By Edward Butscher

Nothing is an accident

in a poem or piece of mind.

Nothing lacks design

the craft of artisan hands.


This is the charm and chill

of a cosmos groaning on

an axis of stars without end.


After all, a sun’s pulsed chaos

is not chaos at all,

merely the cauldron of a skull

dreaming astronomy.


An Aztec priest once perched

on a leafless limb

like a rainbow parrot

and cawed what he never saw

in the human heart’s

flight from itself:


the first woman’s sacred stillness

haloing the Catholic schoolyard

as it moves under earth eruptions

with the base drum rhythm

of an anchor love


when a light angel appears

to spear her muddy thighs

into dancing tassels.


He was a liar then and now

but his truth remains true


his burning bush

his golden bough

his phoenix wings

kindling pyre of the hearth

where we sacrifice the Other

for a taste of wrought beauty

that will outlive all appetites.


Born and raised in Flushing, Queens, Edward Butscher’s poems, stories, reviews, and essays have appeared in a wide variety of journals since the early 1970’s, including the Saturday Review of Literature, Poetry, Georgia Review, Newsday, and the American Book Review. In 1976 Seabury Press published his Poems About Silence and Sylvia Plath: Method and Madness, first biography of the controversial poet. He also edited Sylvia Plath: The Woman and the Work (1978) for Dodd, Mead, and his Adelaide Crapsey was published in 1979 as a title in Twayne’s United States Authors series.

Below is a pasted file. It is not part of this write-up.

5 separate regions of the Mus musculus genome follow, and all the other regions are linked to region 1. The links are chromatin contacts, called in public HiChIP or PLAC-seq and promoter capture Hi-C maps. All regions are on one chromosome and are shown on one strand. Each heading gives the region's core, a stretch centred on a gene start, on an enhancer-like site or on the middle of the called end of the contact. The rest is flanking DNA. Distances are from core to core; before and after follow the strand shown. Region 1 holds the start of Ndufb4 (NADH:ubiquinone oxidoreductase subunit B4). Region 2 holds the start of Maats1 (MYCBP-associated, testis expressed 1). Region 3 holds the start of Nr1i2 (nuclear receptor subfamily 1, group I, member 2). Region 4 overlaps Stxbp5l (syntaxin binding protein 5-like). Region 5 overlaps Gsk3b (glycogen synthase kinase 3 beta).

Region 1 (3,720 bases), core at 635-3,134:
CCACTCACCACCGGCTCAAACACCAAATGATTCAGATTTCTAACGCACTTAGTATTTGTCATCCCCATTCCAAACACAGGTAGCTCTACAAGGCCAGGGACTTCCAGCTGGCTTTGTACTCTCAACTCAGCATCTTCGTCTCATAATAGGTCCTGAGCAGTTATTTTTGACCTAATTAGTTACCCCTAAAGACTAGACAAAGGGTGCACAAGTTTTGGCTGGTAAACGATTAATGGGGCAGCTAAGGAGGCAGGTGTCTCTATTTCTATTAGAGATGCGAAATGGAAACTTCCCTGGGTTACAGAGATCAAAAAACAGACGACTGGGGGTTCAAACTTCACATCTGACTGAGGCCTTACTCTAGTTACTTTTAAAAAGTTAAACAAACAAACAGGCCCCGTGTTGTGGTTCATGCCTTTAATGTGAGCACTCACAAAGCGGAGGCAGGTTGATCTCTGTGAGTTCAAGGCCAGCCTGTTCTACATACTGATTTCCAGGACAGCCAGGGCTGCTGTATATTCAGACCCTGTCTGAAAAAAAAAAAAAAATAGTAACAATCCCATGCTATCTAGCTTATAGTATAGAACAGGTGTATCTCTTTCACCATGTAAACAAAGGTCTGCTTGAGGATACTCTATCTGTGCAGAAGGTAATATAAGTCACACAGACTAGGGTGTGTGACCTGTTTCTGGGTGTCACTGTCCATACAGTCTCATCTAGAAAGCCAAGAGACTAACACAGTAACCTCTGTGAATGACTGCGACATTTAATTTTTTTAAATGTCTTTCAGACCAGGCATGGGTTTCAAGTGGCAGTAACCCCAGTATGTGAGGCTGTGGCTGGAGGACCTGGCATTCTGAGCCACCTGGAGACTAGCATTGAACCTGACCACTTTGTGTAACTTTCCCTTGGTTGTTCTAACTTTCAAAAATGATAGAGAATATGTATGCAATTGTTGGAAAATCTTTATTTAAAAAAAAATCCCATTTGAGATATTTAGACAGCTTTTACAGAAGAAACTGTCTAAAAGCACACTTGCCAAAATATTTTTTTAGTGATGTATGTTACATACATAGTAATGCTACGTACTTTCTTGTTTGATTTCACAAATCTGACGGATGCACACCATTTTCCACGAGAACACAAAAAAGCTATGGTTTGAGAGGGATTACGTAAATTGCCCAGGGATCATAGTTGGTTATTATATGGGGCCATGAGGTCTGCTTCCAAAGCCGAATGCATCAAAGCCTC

Cross Cultural Communications published two collections of his poems, Amagansett Cycle (1980) and Unfinished Sequence (1981), and his only novel, Faces on the Barroom Floor, appeared from Contemporary Press in 1984. He co-edited (with Irving Malin) a special issue of Twentieth Century Literature in 1986 devoted to the work of Paul Bowles. His Conrad Aiken: Poet of White Horse Vale, published in 1988 by the University of Georgia Press, won the Poetry Society of America’s Melville Cane Award for that year

Edward Butscher is the author of Peter Wild (1992) in the Western Writers of America series and Eros Descending (1992), a group of lyrics from an on-going sequence issued as a Dusty Dog Chapbook, and has been a contributing scholar for a number of reference works, among them, The Reference Guide to Short Fiction (St. James Press), MaGill’s Survey of Contemporary Poetry, and Oxford University’s Companion to Twentieth-Century Poetry in English.


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